John Rendel is the founder and CEO of PEAS, a rapidly growing and multiple award winning social enterprise that widens access to secondary education in Africa. John studied Philosophy, Politics and Economics at New College, Oxford. A trip during a university vacation to East Africa led John to found a low-fee, not-for-profit secondary school in Uganda. John has gone on to win the Teach First Ambassador Award, an Unltd Social Enterprise Award, to become a member of the Courvoisier Future 500 and the Rockefeller Top One Hundred Next Century Innovators. PEAS has won the UK Charity Awards and the WISE Global Innovation Awards. From February 2017, PEAS will be educating 1.3% of all secondary school students in Uganda.
Baobab Consulting: Founding Manager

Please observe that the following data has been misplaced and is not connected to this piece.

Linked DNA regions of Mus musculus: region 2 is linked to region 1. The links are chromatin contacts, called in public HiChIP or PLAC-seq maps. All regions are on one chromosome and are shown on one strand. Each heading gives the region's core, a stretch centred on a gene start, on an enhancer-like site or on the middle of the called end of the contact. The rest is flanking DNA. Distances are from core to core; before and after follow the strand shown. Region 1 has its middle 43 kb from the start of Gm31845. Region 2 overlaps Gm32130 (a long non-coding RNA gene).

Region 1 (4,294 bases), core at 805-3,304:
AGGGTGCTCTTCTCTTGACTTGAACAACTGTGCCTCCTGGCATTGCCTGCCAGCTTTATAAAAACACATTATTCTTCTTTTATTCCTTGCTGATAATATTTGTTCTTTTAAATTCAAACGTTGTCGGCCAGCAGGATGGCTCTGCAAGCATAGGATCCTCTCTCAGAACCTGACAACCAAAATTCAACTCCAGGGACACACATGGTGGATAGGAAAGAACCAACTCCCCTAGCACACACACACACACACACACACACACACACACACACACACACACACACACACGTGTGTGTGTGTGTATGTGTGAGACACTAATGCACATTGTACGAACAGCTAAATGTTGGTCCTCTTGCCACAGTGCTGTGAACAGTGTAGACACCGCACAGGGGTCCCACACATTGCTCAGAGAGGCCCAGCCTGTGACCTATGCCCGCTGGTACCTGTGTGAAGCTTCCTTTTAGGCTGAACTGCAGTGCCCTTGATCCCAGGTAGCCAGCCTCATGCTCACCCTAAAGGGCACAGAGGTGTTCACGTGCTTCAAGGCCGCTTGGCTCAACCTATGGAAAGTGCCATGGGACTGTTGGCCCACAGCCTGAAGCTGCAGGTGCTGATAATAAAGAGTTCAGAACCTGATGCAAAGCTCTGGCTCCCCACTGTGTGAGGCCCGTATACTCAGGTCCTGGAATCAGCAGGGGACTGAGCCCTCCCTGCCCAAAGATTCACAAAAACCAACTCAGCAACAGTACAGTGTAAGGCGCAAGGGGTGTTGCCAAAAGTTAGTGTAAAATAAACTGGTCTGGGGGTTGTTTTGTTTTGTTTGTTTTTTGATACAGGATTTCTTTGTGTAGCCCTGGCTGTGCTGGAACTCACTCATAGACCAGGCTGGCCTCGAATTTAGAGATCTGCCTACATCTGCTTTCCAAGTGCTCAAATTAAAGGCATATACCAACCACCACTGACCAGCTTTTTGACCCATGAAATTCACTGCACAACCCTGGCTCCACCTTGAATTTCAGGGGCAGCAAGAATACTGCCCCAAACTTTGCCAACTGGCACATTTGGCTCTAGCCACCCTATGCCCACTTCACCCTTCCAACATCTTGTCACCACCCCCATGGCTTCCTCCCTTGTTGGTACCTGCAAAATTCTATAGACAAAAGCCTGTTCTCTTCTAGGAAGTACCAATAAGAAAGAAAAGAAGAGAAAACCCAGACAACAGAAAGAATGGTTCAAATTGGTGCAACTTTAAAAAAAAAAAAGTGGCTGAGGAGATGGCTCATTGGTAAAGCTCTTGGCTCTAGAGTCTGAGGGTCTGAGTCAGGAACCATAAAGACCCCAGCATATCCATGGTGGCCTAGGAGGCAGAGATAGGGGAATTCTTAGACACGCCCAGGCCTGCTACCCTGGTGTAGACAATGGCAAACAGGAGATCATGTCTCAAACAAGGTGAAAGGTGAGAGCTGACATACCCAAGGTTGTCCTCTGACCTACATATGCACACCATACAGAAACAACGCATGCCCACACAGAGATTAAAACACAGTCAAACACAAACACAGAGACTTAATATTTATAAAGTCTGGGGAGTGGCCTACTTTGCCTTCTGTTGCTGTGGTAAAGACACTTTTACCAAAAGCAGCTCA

Liz graduated from Harvard with her M.Ed. in International Education Policy and from Northwestern University with a B.A. in Communications and International Studies. As a communications professional, Liz launched a social venture teaching students and young professionals in Senegal how to use the internet to develop 21st century skills. Most recently, she has worked for Tostan, holding several leadership roles in communications, training, and social enterprise development, including Senior Strategic Relations Manager of the Tostan Training Center. Presently, she is launching her own firm, Baobab Consulting, with a mission to promote mutual understanding and equitable collaboration between the US and Africa. Liz’s experience includes advanced studies of youth, internet and development in Cameroon, as well as teaching at an International Baccalaureate high school in Dakar, Senegal. She has worked on education issues in Uganda, Chad, Gambia, Guinea, Mauritania, Guinea Bissau, and Mali, and consulted for UNESCO, UNICEF, UNHCR, the Ministry of Higher Education of Senegal, and NGOs.